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Virus activity on the rise again in the Inland Northwest

There are 40 patients at Spokane hospitals, including Providence Sacred Heart Medical Center, who are receiving treatment for COVID-19.  (Libby Kamrowski)

Things could get worse before they get better if the coronavirus model Dr. David Rubin, director of PolicyLab at Children’s Hospital of Philadelphia, and his team has created is correct.

It shows that Spokane County, and the Inland Northwest in general, are heating up as a COVID hot spot.

“There’s clearly been a change that’s aggravating,” Rubin said.

In the last week , Spokane County has had 668 confirmed cases, an unwelcome trajectory of COVID-19 activity after weeks of declining numbers.

The bump is likely attributable to a combination of factors. The PolicyLab’s model is based primarily on the growth in cases or the transmission rate of a local county.

Rubin and his team have looked at how weather has impacted outbreaks throughout the pandemic, noting that intense weather like extreme heat in the Sun Belt can drive people indoors, where congregating and gathering can lead to increased COVID-19 transmission.

With the smoke event last week driving many Washington residents indoors, Rubin said it’s possible that that could have played into increasing cases.

Outbreaks at universities, like Washington State University, and in neighboring counties also play into the PolicyLab model. Assuming no changes to social distancing practices, the PolicyLab model projects an upward trajectory for virus activity in the coming week in Spokane County.

“We’ve seen a general increase in risk throughout Montana, Idaho and the eastern side of Washington,” Rubin told The Spokesman-Review.

There is not one concentrated spot for cases or outbreaks confirmed this week, according to the Spokane Regional Health District.

Cases have been linked to gatherings and workplaces, as well as long-term care facilities. Universities and schools in Spokane, so far have not been the sources of major case counts.

Gonzaga University currently has 20 confirmed COVID-19 cases, primarily in students living on-campus. Whitworth University has 13 confirmed cases, primarily in students living off campus.

Whitman County Public Health confirmed 28 new cases on Friday, and the county now has a total of 1,240 cases confirmed, primarily in college-aged students returning to the Pullman area.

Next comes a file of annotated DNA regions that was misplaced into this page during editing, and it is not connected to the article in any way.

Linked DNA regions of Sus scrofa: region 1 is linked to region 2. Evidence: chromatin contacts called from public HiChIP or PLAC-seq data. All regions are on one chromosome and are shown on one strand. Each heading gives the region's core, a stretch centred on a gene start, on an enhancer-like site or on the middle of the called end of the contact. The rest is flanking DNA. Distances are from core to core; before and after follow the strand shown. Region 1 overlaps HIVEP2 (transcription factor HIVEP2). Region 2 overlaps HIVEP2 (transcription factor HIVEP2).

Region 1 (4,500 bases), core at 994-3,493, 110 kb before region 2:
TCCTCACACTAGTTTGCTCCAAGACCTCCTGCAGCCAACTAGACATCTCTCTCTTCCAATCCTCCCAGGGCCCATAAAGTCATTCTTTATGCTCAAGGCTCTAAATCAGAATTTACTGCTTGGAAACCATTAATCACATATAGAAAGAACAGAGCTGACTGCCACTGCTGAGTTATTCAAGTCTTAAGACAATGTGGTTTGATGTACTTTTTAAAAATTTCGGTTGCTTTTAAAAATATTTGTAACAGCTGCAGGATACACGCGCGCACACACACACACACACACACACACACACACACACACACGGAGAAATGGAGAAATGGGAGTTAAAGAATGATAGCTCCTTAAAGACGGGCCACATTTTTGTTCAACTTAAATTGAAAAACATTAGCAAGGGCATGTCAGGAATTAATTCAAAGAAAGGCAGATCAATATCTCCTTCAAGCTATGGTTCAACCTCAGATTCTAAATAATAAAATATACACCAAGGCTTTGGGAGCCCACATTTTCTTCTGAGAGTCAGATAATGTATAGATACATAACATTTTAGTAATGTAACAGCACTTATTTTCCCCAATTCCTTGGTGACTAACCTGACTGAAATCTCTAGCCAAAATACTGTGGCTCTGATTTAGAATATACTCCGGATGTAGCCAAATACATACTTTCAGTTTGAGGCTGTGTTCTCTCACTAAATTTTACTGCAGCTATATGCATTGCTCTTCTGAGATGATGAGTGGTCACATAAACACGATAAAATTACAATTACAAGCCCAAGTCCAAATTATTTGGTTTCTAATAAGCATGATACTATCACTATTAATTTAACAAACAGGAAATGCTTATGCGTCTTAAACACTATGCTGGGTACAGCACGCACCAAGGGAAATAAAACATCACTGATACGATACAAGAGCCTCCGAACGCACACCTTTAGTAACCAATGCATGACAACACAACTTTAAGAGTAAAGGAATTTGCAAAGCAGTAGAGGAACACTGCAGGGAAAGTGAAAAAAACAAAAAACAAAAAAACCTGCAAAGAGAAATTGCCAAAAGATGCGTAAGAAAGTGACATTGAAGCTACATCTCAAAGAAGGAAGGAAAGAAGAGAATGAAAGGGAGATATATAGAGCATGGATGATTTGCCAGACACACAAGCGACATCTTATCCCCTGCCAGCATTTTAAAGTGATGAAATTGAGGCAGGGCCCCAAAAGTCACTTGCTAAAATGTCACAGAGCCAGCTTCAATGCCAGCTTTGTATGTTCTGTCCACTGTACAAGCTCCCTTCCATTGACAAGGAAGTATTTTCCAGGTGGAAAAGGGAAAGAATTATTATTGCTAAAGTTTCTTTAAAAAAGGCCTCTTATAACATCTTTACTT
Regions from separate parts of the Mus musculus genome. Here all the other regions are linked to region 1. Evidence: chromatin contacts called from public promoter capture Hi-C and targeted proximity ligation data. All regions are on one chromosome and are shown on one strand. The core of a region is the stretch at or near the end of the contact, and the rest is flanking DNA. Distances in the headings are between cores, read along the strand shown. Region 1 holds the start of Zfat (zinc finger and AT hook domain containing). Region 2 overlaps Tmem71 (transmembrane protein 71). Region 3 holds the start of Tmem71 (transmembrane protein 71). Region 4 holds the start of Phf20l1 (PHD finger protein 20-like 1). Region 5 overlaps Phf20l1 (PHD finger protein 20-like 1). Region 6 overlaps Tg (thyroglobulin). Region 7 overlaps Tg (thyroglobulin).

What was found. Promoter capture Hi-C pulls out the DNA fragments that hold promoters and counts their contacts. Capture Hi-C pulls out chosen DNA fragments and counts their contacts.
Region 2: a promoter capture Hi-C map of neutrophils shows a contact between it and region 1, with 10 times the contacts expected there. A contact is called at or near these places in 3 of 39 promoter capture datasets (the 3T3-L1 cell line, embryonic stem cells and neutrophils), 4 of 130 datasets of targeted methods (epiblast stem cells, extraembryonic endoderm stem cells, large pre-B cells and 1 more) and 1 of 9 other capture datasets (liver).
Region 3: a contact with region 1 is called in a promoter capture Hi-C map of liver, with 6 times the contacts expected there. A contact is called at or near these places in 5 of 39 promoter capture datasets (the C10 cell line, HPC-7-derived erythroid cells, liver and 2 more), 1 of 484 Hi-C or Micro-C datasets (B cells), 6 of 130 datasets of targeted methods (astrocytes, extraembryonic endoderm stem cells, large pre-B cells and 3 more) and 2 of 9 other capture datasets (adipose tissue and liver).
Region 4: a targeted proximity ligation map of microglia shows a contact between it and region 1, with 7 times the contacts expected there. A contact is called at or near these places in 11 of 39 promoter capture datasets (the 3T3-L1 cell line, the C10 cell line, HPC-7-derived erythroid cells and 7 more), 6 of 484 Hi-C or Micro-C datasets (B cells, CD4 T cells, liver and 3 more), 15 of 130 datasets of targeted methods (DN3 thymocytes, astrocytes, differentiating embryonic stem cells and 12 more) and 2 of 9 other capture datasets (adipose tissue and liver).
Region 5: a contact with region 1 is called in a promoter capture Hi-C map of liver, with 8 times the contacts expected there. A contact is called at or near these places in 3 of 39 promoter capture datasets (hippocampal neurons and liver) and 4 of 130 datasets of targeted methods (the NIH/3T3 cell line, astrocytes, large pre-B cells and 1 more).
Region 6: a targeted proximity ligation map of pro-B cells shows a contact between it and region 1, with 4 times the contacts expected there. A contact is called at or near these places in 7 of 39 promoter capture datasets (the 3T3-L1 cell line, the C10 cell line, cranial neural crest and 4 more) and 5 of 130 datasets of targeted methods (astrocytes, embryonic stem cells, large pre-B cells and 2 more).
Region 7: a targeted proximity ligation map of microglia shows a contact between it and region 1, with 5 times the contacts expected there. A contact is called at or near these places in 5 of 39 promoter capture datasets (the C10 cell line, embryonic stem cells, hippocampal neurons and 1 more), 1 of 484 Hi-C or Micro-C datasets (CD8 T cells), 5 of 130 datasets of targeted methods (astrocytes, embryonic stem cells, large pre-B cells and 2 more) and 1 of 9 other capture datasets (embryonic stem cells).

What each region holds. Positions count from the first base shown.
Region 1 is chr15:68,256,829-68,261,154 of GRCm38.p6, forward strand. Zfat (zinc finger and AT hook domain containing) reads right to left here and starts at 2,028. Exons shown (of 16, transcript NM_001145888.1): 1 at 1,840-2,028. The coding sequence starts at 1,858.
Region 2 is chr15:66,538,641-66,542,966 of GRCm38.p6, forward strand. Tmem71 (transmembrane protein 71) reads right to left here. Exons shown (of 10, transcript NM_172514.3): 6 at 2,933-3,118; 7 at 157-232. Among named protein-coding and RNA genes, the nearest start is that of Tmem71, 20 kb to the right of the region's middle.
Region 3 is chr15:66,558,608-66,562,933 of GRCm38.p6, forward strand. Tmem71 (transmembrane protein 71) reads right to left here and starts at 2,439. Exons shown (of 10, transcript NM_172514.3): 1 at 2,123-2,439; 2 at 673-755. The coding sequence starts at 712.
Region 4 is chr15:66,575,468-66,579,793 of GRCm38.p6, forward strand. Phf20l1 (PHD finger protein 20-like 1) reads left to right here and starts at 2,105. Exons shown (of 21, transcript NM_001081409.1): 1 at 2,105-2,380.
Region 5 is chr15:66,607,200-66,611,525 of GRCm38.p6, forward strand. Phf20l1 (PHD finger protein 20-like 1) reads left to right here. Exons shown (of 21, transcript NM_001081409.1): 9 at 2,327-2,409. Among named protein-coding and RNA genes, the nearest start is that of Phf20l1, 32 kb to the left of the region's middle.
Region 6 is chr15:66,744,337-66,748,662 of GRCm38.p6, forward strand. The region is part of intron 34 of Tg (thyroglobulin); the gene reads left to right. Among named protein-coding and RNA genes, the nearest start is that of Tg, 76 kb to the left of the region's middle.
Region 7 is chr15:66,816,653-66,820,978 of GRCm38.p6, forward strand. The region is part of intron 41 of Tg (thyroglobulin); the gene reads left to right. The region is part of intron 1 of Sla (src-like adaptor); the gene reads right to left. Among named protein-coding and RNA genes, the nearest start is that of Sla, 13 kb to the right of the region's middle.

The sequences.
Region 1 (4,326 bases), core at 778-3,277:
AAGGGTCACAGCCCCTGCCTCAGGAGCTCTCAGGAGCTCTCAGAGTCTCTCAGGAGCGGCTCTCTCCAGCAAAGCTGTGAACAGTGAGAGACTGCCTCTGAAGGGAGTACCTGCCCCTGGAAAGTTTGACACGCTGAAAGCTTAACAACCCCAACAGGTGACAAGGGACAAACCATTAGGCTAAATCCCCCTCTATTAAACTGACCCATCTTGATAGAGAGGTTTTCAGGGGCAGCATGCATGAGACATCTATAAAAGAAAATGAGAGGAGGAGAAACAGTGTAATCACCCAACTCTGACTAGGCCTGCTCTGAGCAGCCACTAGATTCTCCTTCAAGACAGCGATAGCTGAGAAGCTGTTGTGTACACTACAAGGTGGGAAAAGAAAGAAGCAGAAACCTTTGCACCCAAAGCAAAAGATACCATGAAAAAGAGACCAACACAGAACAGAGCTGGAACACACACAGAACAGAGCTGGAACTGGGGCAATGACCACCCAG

Some school districts have experienced outbreaks in the Idaho Panhandle including the Lakeland and Boundary County school districts.

The Panhandle Health District reported 47 new cases on Friday, and the percent positivity in the five-county region has increased to nearly 8% in just a week’s time.

Spokane County’s percentage of people testing positive for COVID-19 has also increased this month. The most recently updated percent positivity rate in Spokane County is 9%.

Spokane Regional Health District confirmed 103 new cases of COVID-19 on Friday. Three more county residents have died from the virus, and hospitalizations appear to be increasing.

Rubin said that hospitalizations can increase following a few weeks of increased COVID activity, as the region saw earlier this summer.

“If you see multiple weeks with increasing forecasts… a couple weeks later you see hospitalizations start to climb,” Rubin said.

There are 40 patients with COVID-19 receiving treatment in Spokane area hospitals, and 31 of them are Spokane County residents.

There are active outbreaks at 12 long-term care facilities in Spokane County, accounting for about 300 cases.

The Spokane Veterans Home, which had a deadly outbreak earlier in the pandemic with more than 70 cases, announced that two staff members have tested positive for the virus this week. One staff member developed symptoms while at work and was tested, and another staff member was screened and sent home due to possible exposure. Both staff members were wearing personal protective equipment while they were at work prior to their positive test results, a press release from the Washington Department of Veterans Affairs says.

Residents will be tested about every three to seven days.

Arielle Dreher's reporting for The Spokesman-Review is primarily funded by the Smith-Barbieri Progressive Fund, with additional support from Report for America and members of the Spokane community. These stories can be republished by other organizations for free under a Creative Commons license. For more information on this, please contact our newspaper’s managing editor.